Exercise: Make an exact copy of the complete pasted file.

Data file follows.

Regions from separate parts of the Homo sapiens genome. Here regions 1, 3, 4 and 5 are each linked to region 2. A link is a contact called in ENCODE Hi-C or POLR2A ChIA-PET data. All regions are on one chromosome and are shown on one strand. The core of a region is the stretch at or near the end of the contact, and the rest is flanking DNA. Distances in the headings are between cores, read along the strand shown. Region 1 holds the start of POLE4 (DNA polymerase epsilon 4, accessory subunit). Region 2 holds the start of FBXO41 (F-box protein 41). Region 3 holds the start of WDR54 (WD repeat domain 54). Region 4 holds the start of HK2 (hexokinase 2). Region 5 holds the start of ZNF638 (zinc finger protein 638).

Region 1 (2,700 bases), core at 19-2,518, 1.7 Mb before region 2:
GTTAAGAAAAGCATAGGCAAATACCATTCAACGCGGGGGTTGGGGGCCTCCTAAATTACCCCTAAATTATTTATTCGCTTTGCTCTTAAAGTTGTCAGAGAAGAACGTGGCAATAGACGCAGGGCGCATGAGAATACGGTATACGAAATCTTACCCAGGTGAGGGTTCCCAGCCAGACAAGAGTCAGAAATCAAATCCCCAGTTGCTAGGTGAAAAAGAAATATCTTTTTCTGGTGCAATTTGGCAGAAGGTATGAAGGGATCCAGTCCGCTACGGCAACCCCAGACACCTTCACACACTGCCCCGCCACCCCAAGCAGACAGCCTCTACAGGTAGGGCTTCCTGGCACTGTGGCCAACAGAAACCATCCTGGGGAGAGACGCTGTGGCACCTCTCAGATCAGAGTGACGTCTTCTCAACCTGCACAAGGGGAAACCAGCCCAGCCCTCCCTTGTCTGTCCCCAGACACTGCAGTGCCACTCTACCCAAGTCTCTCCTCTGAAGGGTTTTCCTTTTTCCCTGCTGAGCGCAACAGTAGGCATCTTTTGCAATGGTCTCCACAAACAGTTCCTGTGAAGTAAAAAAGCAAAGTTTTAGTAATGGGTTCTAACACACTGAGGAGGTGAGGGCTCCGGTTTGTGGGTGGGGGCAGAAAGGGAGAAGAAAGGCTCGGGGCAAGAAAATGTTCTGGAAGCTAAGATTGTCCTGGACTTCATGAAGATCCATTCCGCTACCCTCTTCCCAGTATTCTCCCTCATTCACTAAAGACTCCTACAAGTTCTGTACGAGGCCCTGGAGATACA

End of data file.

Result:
Regions from separate parts of the Homo sapiens genome. Here regions 1, 3, 4 and 5 are each linked to region 2. A link is a contact called in ENCODE Hi-C or POLR2A ChIA-PET data. All regions are on one chromosome and are shown on one strand. The core of a region is the stretch at or near the end of the contact, and the rest is flanking DNA. Distances in the headings are between cores, read along the strand shown. Region 1 holds the start of POLE4 (DNA polymerase epsilon 4, accessory subunit). Region 2 holds the start of FBXO41 (F-box protein 41). Region 3 holds the start of WDR54 (WD repeat domain 54). Region 4 holds the start of HK2 (hexokinase 2). Region 5 holds the start of ZNF638 (zinc finger protein 638).

Region 1 (2,700 bases), core at 19-2,518, 1.7 Mb before region 2:
GTTAAGAAAAGCATAGGCAAATACCATTCAACGCGGGGGTTGGGGGCCTCCTAAATTACCCCTAAATTATTTATTCGCTTTGCTCTTAAAGTTGTCAGAGAAGAACGTGGCAATAGACGCAGGGCGCATGAGAATACGGTATACGAAATCTTACCCAGGTGAGGGTTCCCAGCCAGACAAGAGTCAGAAATCAAATCCCCAGTTGCTAGGTGAAAAAGAAATATCTTTTTCTGGTGCAATTTGGCAGAAGGTATGAAGGGATCCAGTCCGCTACGGCAACCCCAGACACCTTCACACACTGCCCCGCCACCCCAAGCAGACAGCCTCTACAGGTAGGGCTTCCTGGCACTGTGGCCAACAGAAACCATCCTGGGGAGAGACGCTGTGGCACCTCTCAGATCAGAGTGACGTCTTCTCAACCTGCACAAGGGGAAACCAGCCCAGCCCTCCCTTGTCTGTCCCCAGACACTGCAGTGCCACTCTACCCAAGTCTCTCCTCTGAAGGGTTTTCCTTTTTCCCTGCTGAGCGCAACAGTAGGCATCTTTTGCAATGGTCTCCACAAACAGTTCCTGTGAAGTAAAAAAGCAAAGTTTTAGTAATGGGTTCTAACACACTGAGGAGGTGAGGGCTCCGGTTTGTGGGTGGGGGCAGAAAGGGAGAAGAAAGGCTCGGGGCAAGAAAATGTTCTGGAAGCTAAGATTGTCCTGGACTTCATGAAGATCCATTCCGCTACCCTCTTCCCAGTATTCTCCCTCATTCACTAAAGACTCCTACAAGTTCTGTACGAGGCCCTGGAGATACA